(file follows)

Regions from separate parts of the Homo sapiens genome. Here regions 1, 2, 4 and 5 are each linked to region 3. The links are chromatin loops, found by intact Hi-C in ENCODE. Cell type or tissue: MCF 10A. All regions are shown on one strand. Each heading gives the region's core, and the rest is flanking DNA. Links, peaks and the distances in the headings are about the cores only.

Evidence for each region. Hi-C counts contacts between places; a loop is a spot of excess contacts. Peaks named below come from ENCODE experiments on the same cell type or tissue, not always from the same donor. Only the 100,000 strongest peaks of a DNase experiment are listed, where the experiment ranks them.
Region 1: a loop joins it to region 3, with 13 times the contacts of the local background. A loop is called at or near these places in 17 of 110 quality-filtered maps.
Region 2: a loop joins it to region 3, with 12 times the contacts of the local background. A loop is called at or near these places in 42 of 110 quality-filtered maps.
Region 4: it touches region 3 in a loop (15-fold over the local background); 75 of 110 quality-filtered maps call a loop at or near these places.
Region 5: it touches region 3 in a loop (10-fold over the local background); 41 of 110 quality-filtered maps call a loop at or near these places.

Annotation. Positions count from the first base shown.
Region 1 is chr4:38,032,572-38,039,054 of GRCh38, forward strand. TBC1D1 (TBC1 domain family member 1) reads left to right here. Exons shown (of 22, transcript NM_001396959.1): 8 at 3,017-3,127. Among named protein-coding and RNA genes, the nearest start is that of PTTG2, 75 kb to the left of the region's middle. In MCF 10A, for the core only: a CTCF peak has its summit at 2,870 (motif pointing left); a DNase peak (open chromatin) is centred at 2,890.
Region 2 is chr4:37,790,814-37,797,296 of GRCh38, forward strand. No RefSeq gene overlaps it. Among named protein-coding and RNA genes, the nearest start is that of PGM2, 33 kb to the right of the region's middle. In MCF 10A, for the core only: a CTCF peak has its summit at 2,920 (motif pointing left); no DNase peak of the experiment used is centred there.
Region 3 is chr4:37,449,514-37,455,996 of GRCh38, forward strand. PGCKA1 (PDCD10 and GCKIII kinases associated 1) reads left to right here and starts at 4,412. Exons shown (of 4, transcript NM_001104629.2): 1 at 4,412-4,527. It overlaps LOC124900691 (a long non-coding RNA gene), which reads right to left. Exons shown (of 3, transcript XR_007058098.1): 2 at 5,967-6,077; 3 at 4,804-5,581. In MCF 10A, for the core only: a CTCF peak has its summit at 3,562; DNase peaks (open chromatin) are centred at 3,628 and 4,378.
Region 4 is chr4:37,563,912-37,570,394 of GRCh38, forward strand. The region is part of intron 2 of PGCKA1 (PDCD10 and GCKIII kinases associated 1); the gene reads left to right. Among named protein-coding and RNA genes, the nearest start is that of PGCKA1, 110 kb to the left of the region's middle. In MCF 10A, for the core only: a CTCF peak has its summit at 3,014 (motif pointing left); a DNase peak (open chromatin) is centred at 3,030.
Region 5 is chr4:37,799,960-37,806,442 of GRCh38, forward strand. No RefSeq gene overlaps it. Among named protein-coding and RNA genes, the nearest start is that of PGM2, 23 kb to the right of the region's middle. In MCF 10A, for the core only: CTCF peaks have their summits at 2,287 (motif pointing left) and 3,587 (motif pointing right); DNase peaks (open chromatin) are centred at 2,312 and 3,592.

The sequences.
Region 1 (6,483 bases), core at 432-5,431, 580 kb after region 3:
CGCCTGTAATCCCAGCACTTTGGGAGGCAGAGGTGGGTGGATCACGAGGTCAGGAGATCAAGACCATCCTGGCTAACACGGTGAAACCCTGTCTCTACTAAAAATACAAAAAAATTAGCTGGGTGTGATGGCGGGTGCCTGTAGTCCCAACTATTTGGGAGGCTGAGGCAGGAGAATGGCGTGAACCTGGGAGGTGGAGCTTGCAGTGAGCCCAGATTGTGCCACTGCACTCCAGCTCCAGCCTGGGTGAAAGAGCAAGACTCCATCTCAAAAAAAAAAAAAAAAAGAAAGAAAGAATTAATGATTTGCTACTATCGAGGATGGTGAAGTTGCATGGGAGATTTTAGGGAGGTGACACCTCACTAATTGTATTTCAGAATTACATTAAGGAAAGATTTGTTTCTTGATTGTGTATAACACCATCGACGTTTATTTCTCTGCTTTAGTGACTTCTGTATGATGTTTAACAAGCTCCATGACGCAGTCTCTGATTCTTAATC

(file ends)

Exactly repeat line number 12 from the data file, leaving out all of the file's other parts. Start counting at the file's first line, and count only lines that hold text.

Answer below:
Region 5 is chr4:37,799,960-37,806,442 of GRCh38, forward strand. No RefSeq gene overlaps it. Among named protein-coding and RNA genes, the nearest start is that of PGM2, 23 kb to the right of the region's middle. In MCF 10A, for the core only: CTCF peaks have their summits at 2,287 (motif pointing left) and 3,587 (motif pointing right); DNase peaks (open chromatin) are centred at 2,312 and 3,592.